Why does that make season seven more influential than another season where a white queen won, like season four or five? The answer lies in our next point of study, which is audience. While fans were crazy-passionate about the show before season seven, there were fewer of them; season seven saw a huge uptick in the show’s audience. It wasn’t the show’s biggest audience, but it was the largest without any kind of inflation no simulcast on VH1, no move to a bigger network, and so on.
Anecdotally, you hear a lot of “I started at season seven” among the show’s younger viewers, too. Many of them have gone back and watched old seasons, but season seven was their entry point thus, all past and future seasons colored by this one.
So yes, Jinkx Monsoon and Sharon Needles fit the bill of the white, quirky winner, but they didn’t win at a time when the show was big enough. When they won, Drag Race was a niche Logo show that mostly gay men watched. Now, Drag Race is event viewing, with a much younger, more female audience.
That last part is key: With a demographic shake-up came a new approach to the show. Social media was no longer just where fans were airing opinions, but a battleground for post-Drag Race success. The ones who won there truly lasted the test of time; queens who couldn’t understand social media and the younger fans who populated it fell behind their savvier sisters.
We think of event seasons like All Stars season two and season nine as what changed the game for Drag Race, but season seven teed them up for success. But is changing the way Drag Race is watched enough? Can’t you argue that season two’s introduction of challenges like Snatch Game and Reading Is Fundamental makes it more important? Or that season nine’s move to VH1 was the real game-changer?
Short answer: You can, but you’d be wrong.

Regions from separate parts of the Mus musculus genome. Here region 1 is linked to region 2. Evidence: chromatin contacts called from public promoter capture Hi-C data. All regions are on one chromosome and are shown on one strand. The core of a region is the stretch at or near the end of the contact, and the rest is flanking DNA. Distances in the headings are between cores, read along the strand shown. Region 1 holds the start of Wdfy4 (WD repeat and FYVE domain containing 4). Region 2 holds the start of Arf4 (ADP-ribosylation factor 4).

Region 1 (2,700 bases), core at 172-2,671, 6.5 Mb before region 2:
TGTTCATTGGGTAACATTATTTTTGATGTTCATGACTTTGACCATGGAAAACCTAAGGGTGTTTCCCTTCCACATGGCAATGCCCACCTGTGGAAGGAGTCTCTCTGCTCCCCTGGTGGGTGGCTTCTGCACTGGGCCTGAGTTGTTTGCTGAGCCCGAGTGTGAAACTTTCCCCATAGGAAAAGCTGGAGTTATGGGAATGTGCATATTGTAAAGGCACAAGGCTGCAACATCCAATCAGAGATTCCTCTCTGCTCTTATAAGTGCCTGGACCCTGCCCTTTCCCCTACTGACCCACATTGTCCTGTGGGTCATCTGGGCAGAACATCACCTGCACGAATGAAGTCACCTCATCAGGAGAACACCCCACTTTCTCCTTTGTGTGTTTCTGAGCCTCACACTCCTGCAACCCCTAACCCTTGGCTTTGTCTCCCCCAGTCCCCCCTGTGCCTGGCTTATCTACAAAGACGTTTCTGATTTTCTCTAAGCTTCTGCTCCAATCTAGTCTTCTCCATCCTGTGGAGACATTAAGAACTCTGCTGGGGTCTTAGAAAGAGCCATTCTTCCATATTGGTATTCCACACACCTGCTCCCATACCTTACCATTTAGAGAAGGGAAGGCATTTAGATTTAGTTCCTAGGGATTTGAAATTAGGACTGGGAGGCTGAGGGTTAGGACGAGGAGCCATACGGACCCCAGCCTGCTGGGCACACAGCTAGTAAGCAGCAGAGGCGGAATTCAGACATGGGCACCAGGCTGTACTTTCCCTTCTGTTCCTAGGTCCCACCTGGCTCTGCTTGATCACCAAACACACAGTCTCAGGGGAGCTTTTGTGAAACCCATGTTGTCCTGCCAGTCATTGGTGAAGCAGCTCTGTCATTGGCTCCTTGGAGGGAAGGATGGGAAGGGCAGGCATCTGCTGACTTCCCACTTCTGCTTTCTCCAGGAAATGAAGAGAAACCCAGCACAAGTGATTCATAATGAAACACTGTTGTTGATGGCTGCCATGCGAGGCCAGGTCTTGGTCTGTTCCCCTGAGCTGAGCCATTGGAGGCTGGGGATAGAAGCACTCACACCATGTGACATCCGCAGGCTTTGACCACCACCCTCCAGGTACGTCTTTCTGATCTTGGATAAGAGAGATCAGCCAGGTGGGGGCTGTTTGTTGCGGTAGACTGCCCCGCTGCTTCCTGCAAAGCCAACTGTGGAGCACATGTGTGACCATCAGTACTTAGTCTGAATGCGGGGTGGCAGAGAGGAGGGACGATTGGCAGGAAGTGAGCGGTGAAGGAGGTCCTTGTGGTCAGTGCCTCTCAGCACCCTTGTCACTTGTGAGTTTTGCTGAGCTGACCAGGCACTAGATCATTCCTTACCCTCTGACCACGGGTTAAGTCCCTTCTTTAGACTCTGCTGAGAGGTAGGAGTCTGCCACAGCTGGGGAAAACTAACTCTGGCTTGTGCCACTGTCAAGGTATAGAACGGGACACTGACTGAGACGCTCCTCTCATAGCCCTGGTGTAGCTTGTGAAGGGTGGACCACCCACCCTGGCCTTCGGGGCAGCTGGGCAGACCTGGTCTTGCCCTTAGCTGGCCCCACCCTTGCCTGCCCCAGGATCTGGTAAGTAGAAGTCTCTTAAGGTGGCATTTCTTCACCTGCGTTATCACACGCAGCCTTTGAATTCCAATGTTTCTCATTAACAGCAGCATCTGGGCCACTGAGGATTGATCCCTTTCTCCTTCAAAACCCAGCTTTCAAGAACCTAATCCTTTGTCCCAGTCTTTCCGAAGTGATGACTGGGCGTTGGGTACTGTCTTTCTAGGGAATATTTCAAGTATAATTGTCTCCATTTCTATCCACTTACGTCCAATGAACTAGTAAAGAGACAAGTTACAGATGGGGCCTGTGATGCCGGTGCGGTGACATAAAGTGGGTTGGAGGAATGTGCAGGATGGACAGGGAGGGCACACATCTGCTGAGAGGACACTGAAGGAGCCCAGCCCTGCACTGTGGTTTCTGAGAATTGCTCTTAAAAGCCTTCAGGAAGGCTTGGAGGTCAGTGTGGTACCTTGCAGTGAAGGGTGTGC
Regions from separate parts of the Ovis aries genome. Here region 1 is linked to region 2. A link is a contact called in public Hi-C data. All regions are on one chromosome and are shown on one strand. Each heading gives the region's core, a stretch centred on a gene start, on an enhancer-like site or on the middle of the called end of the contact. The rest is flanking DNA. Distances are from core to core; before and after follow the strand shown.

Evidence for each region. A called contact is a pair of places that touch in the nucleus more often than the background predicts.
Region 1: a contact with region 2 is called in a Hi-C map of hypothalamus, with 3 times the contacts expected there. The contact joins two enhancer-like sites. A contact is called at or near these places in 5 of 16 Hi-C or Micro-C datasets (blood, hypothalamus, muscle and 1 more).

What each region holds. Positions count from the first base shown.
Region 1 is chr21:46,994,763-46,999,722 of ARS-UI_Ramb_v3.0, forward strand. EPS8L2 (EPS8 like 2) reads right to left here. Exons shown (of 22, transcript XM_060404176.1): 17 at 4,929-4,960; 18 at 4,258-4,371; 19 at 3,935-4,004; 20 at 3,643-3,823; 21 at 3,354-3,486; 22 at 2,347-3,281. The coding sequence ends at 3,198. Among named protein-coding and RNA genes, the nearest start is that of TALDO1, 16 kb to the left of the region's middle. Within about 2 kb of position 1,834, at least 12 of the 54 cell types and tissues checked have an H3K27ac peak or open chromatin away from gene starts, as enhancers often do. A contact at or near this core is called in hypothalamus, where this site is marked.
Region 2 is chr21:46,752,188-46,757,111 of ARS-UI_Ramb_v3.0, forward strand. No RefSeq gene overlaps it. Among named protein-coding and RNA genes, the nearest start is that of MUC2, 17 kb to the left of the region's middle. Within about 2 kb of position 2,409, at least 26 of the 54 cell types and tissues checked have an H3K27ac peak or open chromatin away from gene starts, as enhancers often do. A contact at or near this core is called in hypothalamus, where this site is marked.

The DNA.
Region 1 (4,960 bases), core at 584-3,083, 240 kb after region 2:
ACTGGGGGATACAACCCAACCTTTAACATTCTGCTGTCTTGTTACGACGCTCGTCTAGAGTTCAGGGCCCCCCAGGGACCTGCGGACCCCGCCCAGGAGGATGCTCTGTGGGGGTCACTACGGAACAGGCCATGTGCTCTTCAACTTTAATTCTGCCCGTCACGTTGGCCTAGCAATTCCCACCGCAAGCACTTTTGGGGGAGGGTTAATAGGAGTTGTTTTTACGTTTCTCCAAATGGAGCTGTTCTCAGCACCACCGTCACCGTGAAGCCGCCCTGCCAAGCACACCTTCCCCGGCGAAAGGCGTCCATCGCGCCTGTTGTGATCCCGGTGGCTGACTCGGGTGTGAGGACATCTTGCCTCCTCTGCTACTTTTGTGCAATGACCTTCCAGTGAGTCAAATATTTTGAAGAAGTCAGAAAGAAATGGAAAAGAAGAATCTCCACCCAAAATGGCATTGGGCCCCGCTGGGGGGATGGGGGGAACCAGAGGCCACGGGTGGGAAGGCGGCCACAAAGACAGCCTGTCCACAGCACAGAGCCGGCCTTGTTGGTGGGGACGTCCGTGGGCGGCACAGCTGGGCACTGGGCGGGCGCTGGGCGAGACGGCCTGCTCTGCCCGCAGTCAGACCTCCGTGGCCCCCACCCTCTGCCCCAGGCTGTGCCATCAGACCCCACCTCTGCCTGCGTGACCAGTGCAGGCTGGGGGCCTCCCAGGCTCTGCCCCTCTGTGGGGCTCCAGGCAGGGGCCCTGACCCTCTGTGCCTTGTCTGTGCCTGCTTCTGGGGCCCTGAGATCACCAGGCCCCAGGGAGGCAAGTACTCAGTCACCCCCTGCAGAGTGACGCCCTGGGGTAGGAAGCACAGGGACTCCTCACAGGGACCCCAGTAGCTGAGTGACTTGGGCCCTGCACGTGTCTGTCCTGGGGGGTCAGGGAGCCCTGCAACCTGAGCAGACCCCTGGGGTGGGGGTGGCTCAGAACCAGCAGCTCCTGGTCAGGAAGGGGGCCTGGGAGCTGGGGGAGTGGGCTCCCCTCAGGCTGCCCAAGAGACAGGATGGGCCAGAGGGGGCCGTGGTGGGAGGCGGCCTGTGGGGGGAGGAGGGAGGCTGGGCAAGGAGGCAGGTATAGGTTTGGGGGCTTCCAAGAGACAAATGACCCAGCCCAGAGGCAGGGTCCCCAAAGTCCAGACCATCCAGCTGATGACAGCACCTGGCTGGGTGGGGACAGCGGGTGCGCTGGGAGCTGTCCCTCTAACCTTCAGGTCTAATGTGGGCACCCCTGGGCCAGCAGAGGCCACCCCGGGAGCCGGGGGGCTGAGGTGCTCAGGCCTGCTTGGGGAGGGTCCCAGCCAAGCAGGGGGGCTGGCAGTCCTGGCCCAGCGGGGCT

Long answer: The reason you’d be wrong is because only season seven has all of these things. While it didn’t radically alter the show’s structure, it did introduce some major recurring elements, like the new format of Untucked and a mid-season return twist that involves all the eliminated queens. (This has become especially popular on All Stars.) Add that to the growing audience and the changing interactions from fans, and you’ve got a kind of Rosetta Stone for understanding modern Drag Race.
Again, none of this changes that season seven is not a very good season. It’s tough to watch tremendously talented queens wasted on a set of challenges that don’t benefit them, and most of the entertainment comes from the cringe (“Shakesqueer”) instead of the quality. The top six is top-tier (fun fact: between this season and All Stars seasons two and three, all six have made the final three once), but their talents are best seen in other formats.
But as Drag Race continues to shift, it’s vital to know when and how it started its metamorphosis. Season seven changed the game, plain and simple, and created a Drag Race that will, for better or worse, reign for years to come.